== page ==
Breaking with tradition, the New York Times editorial board endorsed two Democratic presidential candidates on Sunday — Sens. Amy Klobuchar (D-Minnesota) and Elizabeth Warren (D-Massachusetts).

The Times has endorsed a presidential candidate for all but two elections. Since 1960, they have only endorsed Democratic candidates. However, this is the first election where the board has chosen to endorse two candidates.

The editorial attacked President Donald Trump for sponsoring “white nativism” and acknowledged a growing divide within the Democratic party between moderates and Democratic socialists.


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“The incumbent president, Donald Trump, is clear about where he is guiding the Republican Party — white nativism at home and America First unilateralism abroad, brazen corruption, escalating culture wars, a judiciary stacked with ideologues and the veneration of a mythological past where the hierarchy in American society was defined and unchallenged,” wrote the editorial board.

They then noted the “essential debate” within the Democratic party, and chose to endorse two candidates who seemingly fall between the two extremes (that being former Vice President Joe Biden as the most moderate and Sen. Bernie Sanders (I-Vermont) as the most progressive).

“Both the radical and the realist models warrant serious consideration. If there were ever a time to be open to new ideas, it is now. If there were ever a time to seek stability, now is it,” reads the editorial. “That’s why we’re endorsing the most effective advocates for each approach. They are Elizabeth Warren and Amy Klobuchar.”

Warren tweeted the editorial Monday saying, “So, I guess [Amy Klobuchar] and I are now both undefeated in elections and undefeated in New York Times endorsements!”

Klobuchar tweeted Sunday night that the endorsement was “an honor.”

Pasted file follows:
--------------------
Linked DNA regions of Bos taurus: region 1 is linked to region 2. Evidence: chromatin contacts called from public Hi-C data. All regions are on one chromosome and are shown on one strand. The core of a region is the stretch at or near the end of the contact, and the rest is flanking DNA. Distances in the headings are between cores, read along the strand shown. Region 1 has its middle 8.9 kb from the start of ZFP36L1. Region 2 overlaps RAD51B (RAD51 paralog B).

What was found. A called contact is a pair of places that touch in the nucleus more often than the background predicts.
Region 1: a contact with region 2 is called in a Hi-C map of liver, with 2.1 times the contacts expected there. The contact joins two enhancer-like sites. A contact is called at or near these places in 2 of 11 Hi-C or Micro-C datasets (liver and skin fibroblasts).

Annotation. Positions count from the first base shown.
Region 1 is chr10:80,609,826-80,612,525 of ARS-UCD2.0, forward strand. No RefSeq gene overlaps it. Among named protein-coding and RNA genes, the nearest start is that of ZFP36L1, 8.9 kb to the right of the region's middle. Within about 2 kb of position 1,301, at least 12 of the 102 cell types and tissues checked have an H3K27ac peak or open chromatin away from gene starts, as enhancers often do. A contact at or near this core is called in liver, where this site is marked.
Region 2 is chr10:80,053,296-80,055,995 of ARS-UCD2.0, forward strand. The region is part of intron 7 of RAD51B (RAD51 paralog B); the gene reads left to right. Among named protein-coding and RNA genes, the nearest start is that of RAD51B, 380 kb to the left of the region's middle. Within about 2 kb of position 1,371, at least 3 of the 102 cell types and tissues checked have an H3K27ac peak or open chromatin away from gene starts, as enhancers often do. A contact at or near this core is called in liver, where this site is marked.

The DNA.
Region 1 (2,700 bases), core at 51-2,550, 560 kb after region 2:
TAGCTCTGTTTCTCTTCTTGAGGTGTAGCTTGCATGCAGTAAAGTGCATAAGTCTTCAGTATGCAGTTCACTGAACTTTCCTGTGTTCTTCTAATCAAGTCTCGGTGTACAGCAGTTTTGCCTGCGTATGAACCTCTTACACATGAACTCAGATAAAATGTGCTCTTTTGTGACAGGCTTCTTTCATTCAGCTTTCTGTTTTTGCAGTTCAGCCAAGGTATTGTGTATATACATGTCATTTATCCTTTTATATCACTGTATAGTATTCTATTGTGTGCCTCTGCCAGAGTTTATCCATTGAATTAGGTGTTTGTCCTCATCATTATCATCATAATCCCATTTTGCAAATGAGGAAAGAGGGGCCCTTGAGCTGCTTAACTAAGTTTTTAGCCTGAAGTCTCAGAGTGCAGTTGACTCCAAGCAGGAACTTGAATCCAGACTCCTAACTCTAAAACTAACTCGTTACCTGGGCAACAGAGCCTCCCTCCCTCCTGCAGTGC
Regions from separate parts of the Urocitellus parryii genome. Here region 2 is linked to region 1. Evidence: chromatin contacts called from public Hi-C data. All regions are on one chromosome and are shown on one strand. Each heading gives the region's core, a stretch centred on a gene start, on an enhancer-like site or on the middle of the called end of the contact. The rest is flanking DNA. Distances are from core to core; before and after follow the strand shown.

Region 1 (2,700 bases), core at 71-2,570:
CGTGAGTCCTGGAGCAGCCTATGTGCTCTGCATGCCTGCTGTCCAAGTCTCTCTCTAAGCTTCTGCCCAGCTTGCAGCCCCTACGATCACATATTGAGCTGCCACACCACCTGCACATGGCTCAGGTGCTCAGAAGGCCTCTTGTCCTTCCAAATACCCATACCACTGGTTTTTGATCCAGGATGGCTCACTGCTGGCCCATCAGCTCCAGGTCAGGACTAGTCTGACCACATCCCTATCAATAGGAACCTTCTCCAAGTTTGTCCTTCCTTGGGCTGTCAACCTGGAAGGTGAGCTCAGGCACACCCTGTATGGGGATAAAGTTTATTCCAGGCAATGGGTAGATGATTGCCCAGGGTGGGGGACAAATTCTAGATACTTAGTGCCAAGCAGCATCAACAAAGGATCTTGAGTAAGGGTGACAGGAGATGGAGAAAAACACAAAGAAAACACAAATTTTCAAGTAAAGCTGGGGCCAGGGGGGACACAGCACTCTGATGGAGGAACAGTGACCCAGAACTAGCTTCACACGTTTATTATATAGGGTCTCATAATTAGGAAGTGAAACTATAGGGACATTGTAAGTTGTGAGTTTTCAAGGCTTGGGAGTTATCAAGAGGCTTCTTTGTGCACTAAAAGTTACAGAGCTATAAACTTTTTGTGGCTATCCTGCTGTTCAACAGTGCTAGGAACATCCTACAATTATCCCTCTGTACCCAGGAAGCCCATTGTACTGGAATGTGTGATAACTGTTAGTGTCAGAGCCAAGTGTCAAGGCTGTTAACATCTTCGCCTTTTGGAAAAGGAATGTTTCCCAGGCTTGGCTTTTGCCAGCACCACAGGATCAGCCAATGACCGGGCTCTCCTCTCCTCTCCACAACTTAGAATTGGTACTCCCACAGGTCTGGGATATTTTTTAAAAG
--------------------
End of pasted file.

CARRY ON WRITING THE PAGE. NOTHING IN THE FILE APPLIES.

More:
The Times noted that its history would indicate it would support the most traditional Democratic candidate but said, “the events of the past few years have shaken the confidence of even the most committed institutionalists.”

The board wrote that their decision was in a large part determined by the many hours the paper spent interviewing each candidate, which offered them unique insight into their platforms and personalities.

They pushed back against certain progressive ideas, like nationalizing health care and decriminalizing the border.

Despite Warren’s ambitious national health care plan, the board lauded her for her affordable housing plan, anti-corruption work and plan to invest in clean energy. They criticized her for blaming corporations for several problems and added that some of her ideas were polarizing to the public.

“American capitalism is responsible for its share of sins. But Ms. Warren often casts the net far too wide, placing the blame for a host of maladies from climate change to gun violence at the feet of the business community when the onus is on society as a whole,” the board wrote. “The country needs a more unifying path.”

While Warren is the editorial board’s pick for the best candidate on the left, Amy Klobuchar represents the center of the Democratic field, according to the board.

“Amy Klobuchar has emerged as a standard-bearer for the Democratic center,” the editorial reads. “Her vision goes beyond the incremental. Given the polarization in Washington and beyond, the best chance to enact many progressive plans could be under a Klobuchar administration.”

They continued, “The senator from Minnesota is the very definition of Midwestern charisma, grit and sticktoitiveness. Her lengthy tenure in the Senate and bipartisan credentials would make her a deal maker (a real one) and uniter for the wings of the party — and perhaps the nation.”

The board continued to laud her ability to work with politicians from both parties, her foreign policy plan of “leading by example,” fighting against climate change and gun safety legislation.

The editorial concluded by encouraging Americans to vote against Trump and acknowledging the Democratic candidates have a large task ahead of them in trying to unite the Democratic party.

“Any hope of restoring unity in the country will require modesty, a willingness to compromise and the support of the many demographics that make up the Democratic coalition — young and old, in red states and blue, black and brown and white,” the editorial board wrote in conclusion. “For Senator Klobuchar, that’s acknowledging the depth of the nation’s dysfunction. For Senator Warren, it’s understanding that the country is more diverse than her base.”

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